So you’ve implemented a marketing automation tool and are well on your way to becoming an automation pro. The only problem is: you’re through with the basics and are ready to jump in with more advanced marketing automation tactics. Well, you’ve come to the right place!
One of the first things you’ll start building in your automation tool are lists — lists of prospects, customers, and more — in order to fuel your email and nurturing campaigns. But what if you want to go beyond these simple lists to start building more targeted campaigns?
No problem! With marketing automation, you can build one-time and dynamic lists based on any number of criteria using segmentation and automation rules. Let’s take a look at a few of the possibilities below:
1. Build lists for sales
It’s fairly common to build out prospect lists that can be used for email and drip campaigns, but let’s take this one step further. Why not build lists with only your highest-scoring prospects that sales can use to keep in touch with the prospects who are most likely to close?
2. Segment by stage of the sales cycle
If you have content that’s better served to prospects at different stages of the sales cycle (i.e. top, middle, and bottom of funnel), you can build lists based on these stages in order to deliver the most relevant content possible. By tailoring your communications to each prospect’s interests, you increase the likelihood that prospects will engage with your emails and move from one stage of the sales cycle to the next.
3. Follow up with event attendees
Hosting an upcoming webinar? Sponsoring an industry trade show? Segmentation can be used before each of these to communicate important pre-event information, schedule changes, supplemental content, and more. You can also create lists of attendees or leads generated at the event to follow up promptly with targeted content (downloadable content, presentation slides, and more) once the event is over.
4. Target based on product interest
Segmentation and automation rules can be powerful tools for companies with multiple product offerings. In all likelihood, your prospects are going to have a greater interest in one of your products than another (though if you find someone interested in all of your product lines, more power to you!). Use their activity history to determine their product interest, then place them on a list specific to that particular product. This allows you to send them the most relevant information for their interests — and gives you the opportunity to upsell them once they become customers.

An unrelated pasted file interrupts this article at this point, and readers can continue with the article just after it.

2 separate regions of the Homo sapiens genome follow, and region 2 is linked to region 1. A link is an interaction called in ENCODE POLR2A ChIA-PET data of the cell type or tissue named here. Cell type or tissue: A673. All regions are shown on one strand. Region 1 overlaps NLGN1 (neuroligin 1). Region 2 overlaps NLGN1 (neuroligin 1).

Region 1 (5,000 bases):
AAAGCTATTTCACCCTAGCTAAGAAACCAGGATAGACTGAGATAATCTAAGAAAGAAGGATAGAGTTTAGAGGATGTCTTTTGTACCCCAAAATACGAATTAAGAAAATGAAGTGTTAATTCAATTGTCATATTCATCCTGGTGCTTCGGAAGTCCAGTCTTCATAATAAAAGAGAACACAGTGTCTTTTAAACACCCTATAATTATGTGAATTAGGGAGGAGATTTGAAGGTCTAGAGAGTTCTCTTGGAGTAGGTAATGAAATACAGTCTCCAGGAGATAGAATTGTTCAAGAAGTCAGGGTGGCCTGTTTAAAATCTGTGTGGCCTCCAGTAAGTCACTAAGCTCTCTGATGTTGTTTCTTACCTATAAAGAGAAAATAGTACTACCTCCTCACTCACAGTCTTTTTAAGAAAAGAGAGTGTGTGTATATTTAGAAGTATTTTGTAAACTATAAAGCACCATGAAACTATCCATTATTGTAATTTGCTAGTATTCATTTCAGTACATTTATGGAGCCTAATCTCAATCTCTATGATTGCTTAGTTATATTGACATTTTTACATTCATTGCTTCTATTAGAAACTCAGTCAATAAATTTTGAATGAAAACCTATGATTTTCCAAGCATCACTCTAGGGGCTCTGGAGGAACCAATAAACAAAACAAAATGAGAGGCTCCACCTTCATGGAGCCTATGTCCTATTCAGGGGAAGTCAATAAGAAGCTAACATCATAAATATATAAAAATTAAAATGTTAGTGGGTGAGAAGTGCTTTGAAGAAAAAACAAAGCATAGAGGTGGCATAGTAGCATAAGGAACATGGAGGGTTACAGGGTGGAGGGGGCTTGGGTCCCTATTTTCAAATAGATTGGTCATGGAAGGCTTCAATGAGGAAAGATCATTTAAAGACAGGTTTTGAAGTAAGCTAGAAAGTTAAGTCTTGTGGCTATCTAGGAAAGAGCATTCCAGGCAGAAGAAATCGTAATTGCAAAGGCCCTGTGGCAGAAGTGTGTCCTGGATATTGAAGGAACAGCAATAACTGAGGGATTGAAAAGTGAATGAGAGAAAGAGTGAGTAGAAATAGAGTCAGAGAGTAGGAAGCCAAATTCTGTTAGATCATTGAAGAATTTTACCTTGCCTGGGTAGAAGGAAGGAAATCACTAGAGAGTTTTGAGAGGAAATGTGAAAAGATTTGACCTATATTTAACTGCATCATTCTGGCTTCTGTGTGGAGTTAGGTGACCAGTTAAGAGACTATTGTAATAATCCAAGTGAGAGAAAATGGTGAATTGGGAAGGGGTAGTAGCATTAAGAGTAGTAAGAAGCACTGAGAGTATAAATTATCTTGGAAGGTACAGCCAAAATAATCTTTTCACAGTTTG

5. Develop partner-specific information
Does your company have partners that you’re responsible for maintaining relationships with? Segment these partners onto their own list and use it to send pertinent information that your partners might not get from your generic newsletter. This will help you cultivate more meaningful relationships with your partner network.
6. Re-engage with cold leads
It’s tempting to let lost opportunities fall off the radar, but these cold leads still have value even if they didn’t turn into closed deals. Instead of letting these leads get picked up by competitors, place them on a list and target them with re-engagement campaigns over time. This will ensure that when they’re ready to reenter the sales funnel, your company will be top of mind.
7. Segment based on job title
Want to target your communications toward prospects who are decision makers at their companies? Build a list based on job titles (CMO, CSO, Director of Marketing, etc) and deliver content with messaging that’s relevant to that audience. This will allow you to reach the people in positions of power with content that speaks to what they find most important.
8. Create suppression lists
While there are tons of ways to build lists with people you want to communicate with, there are also people that you want to avoid communicating with. One such group is your competitors. If you don’t want your competitors to receive marketing communications from your company (or any communications, for that matter), create a list titled “competitors” and use it as a suppression list for your campaigns.
An additional pro tip? Make your lists dynamic to ensure that they’re constantly up to date with the most recent people who do or do not fit that list’s criteria. Dynamic lists are ideal for suppression lists, email newsletters, and any other communications that will be repeated over time.
What other ways can you build lists using your marketing automation tool? Let us know in the comments!